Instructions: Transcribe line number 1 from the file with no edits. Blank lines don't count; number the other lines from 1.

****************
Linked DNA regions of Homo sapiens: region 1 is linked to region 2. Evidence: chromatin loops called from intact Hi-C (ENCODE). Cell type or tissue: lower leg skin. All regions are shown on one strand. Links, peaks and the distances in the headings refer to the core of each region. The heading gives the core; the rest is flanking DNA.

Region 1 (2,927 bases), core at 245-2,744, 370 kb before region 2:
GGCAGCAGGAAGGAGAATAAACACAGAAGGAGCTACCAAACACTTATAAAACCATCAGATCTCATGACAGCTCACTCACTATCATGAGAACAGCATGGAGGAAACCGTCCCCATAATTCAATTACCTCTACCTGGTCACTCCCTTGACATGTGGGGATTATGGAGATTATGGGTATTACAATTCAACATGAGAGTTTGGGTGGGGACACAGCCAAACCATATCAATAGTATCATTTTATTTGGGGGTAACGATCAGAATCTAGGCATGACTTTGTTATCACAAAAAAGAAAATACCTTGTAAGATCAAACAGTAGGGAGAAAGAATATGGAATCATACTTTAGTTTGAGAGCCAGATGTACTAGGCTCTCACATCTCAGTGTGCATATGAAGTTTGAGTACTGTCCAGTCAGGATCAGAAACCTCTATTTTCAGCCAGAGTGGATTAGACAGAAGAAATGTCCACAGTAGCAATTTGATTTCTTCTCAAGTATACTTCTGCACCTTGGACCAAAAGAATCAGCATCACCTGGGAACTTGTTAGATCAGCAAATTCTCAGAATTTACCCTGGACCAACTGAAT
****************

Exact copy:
Linked DNA regions of Homo sapiens: region 1 is linked to region 2. Evidence: chromatin loops called from intact Hi-C (ENCODE). Cell type or tissue: lower leg skin. All regions are shown on one strand. Links, peaks and the distances in the headings refer to the core of each region. The heading gives the core; the rest is flanking DNA.